Following up on Tim Wright's usage. The new Patriots tight end played 43 snaps (including penalties) and was sent into a pass route 34 times. He stayed in to block, or was assigned to block at the second level on a running play, on eight snaps. There was one snap in which a neutral zone infraction was called on the Giants. Wright aligned in a few different spots, but was most often in a two-point stance close to the offensive tackle. He also played in the slot, had a few snaps in a three-point stance next to the offensive tackle, and made his first catch after aligning in a "YY wing" (two tight ends stacked together to one side of the line) while coming across the formation from left to right. A smart player with flexibility to line up in various spots, Wright looks like a nice fit for the Patriots' system. He gives nice effort as a blocker, but when he's matched up against a defensive end such as Jason Pierre-Paul and assigned to pass block, that's not ideal, as we saw in the first half.
Stork's shotgun snaps. This was our first look at rookie center Bryan Stork, and one thing that stood out was his solid delivery of the shotgun snap, which is a staple in the Patriots' offense. We counted 16 of them from Stork and they were mostly (if not all) on the mark. In contrast, first-year center Braxston Cave had one low delivery in the red zone that made things harder on Jimmy Garoppolo on a play that ultimately was an incomplete pass. In terms of his blocking, Stork showed promise (e.g. nice seal on James White's 9-yard run up the middle) while also enduring some standard rookie hiccups, such as losing his feet while getting into his pass set at one point.
Josh Kline's two breakdowns. It is not often that the left guard would be such a focus of a game, but that was the case with Logan Mankins' trade leaving a big void. His potential replacement, Kline, played all 70 snaps and he did some good things. But two snaps he'd certainly like to have back came against 10-year veteran Mike Patterson and 11-year veteran Israel Idonije, as he couldn't hold blocks and both Patterson and Idonije closed in quickly on Garoppolo for sacks/pressures. Against Patterson, he simply got pushed back into the pocket. It happens to the best guards, including Mankins, and this was a night in which Kline's technique mistakes drew a little extra attention. Kline is still a promising prospect who, like most others at this stage of their career, is seeking more consistency.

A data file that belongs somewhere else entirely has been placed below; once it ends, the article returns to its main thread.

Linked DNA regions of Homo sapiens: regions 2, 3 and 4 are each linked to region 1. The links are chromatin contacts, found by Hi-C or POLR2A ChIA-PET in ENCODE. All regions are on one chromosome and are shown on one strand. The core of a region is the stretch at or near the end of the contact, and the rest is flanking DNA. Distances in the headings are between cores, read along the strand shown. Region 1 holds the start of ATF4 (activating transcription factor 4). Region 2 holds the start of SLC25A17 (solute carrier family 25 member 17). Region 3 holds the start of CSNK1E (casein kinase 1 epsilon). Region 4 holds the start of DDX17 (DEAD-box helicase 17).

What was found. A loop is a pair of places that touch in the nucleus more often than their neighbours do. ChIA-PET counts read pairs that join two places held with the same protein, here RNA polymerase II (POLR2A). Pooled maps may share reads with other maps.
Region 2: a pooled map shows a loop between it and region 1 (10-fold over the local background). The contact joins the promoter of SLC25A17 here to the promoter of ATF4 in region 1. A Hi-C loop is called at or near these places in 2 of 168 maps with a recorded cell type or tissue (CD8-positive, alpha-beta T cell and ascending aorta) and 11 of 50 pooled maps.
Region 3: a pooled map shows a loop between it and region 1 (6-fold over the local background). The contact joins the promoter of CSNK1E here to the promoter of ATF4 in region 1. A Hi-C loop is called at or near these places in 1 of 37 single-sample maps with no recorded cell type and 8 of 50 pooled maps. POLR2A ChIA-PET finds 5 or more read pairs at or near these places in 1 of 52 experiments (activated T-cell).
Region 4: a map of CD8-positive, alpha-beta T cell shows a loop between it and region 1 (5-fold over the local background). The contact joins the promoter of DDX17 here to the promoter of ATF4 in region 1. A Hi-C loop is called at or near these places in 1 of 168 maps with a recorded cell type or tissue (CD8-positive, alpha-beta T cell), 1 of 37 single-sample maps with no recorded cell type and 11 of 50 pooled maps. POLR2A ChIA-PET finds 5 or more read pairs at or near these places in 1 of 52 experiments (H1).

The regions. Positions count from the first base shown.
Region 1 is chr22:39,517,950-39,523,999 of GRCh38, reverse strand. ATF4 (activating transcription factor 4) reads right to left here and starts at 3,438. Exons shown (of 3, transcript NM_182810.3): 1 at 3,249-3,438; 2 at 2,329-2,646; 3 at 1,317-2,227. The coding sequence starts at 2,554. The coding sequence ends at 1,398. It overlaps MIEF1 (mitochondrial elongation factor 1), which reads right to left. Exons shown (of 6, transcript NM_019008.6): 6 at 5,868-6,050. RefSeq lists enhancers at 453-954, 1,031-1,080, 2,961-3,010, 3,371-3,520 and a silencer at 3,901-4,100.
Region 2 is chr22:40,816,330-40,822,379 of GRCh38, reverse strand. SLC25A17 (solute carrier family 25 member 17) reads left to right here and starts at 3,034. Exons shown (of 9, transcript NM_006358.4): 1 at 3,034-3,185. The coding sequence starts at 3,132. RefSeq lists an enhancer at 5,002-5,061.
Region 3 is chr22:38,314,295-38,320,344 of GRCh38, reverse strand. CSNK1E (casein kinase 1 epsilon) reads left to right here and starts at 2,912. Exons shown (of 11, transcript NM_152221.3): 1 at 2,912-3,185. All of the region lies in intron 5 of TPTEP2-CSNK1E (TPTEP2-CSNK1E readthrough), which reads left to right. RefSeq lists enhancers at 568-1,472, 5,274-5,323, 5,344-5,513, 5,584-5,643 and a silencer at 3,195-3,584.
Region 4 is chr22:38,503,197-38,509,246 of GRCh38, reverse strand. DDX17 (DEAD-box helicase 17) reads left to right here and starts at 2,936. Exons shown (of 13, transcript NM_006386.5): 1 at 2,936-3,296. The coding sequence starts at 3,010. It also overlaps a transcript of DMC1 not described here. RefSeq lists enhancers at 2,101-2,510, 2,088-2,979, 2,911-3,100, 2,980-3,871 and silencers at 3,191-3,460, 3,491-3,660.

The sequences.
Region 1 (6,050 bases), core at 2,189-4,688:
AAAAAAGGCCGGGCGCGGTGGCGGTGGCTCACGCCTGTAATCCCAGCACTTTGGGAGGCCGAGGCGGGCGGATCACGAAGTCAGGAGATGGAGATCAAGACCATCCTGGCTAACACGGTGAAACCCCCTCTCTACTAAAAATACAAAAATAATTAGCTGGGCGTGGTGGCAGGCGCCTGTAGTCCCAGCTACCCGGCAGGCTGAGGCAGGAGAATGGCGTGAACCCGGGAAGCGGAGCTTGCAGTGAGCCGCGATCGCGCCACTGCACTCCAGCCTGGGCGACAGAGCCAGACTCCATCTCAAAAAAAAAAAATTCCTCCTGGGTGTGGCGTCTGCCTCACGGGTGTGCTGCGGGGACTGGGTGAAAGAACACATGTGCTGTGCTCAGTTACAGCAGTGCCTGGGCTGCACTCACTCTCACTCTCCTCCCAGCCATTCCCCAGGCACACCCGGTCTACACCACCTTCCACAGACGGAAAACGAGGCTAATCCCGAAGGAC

Ball skills show up in the secondary. Patriots defensive backs had five pass breakups in the game as Logan Ryan totaled two, followed by Daxton Swanson, Tavon Wilson and Brandon Browner. Ryan and Swanson appeared to be fortunate to avoid pass interference penalties in the end zone, but overall, the coverage in the defensive backfield was competitive and tight. When Swanson is making plays like he did (pass breakup, forced fumble and recovery), and undrafted rookie Malcolm Butler is blanketing receivers, it reflects some quality depth.
Aaron Dobson does the little things, too. While the second-year receiver's preseason debut was productive with a big touchdown catch, he showed up in another area, too. On running back James White's 29-yard catch and run, Dobson effectively rubbed the linebacker assigned to cover White, helping to create some significant separation for White. It might have been a penalty on Dobson, but from this view, it still reflected a receiver doing the little things necessary that are often overlooked.